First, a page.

LONDON — Prince Charles, who arrives in Los Angeles today for a five-day visit, believes the number of members of the Royal Family must be scaled down if the monarchy is to survive.
In the final excerpt of a new biography of the prince that appeared in the London Sunday Times, Charles says there are too many minor royals being supported by public funds and too many royal residences.
Charles' biographer, Jonathan Dimbleby, writes that the prince took part in a private debate at Buckingham Palace in which senior officials reviewed the Royal Family's objectives and how they would be achieved over the next decade.
Dimbleby writes that Charles asked, "Is it not part of the problem with the media that it is considered in the country at large that there are too many of the Royal Family and too much money being spent on them?
"Would it not be better to sit down and examine how many members of the family you actually need?"
A short time later, the public allowances for several royals were cut back, and Queen Elizabeth II agreed to pay taxes on her vast fortune for the first time.
According to Dimbleby, Charles is happier than he has been for years following his separation from Princess Diana--a break that now seems permanent.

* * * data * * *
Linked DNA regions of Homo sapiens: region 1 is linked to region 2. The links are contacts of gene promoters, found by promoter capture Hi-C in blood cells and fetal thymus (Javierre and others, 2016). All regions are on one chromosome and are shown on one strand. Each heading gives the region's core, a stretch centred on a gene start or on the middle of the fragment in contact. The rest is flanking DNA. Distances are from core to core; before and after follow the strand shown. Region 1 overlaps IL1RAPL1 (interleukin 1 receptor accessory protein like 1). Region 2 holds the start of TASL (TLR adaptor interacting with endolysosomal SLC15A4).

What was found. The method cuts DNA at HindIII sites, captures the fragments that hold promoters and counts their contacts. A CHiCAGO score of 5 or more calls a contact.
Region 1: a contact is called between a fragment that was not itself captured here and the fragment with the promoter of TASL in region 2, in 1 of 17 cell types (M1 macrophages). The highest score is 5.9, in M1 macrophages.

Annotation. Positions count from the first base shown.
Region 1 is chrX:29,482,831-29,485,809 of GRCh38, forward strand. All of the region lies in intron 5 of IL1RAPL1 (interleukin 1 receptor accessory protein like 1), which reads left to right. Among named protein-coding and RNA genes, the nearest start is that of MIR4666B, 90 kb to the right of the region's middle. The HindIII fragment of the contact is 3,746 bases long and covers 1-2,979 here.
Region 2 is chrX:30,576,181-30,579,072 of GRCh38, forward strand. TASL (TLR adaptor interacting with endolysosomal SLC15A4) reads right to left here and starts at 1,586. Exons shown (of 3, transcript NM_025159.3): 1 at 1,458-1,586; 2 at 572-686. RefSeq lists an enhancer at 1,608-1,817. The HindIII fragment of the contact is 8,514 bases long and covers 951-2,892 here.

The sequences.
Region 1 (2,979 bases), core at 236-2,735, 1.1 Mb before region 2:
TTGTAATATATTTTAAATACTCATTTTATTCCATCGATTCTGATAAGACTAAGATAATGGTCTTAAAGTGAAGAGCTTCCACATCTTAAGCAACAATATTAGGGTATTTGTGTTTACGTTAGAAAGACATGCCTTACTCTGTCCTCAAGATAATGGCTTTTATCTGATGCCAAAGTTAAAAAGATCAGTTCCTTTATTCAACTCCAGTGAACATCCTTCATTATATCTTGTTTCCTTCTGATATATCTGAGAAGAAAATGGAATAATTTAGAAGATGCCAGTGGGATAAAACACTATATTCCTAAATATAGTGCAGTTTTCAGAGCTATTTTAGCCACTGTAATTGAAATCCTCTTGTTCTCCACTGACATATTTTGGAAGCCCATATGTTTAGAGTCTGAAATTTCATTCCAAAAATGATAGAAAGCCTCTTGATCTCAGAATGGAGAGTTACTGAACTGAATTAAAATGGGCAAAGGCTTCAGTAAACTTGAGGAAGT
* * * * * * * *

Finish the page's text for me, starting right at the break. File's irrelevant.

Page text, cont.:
Charles' staff and friends have "seen his sense of humor return, and with it a gaiety of spirit that for several years has too often been stifled by melancholy."
Appearing on television Sunday, Dimbleby said that Charles took a gamble in cooperating with the revealing biography.
"For many years his life was covered on the basis of innuendo, concoction, distortion and frequently downright lies, week after week after week," Dimbleby said.
"He could have kept silent about that forever. There are some pontificating commentators in the grander newspapers that believe he should have done.
"I think the decision he made was a gamble, obviously. But if he had stayed silent forever, he was not just being assassinated slowly by character description in these pages--he was actually being killed off by the tabloid papers."
Dimbleby professed to be "astonished" at the interpretation in some papers of the excerpts, insisting that at no point did he or Charles say that the prince was not in love with Diana when they married in 1981.
Dimbleby said Charles and Diana were trapped in "a very difficult marriage" but tried to make it work.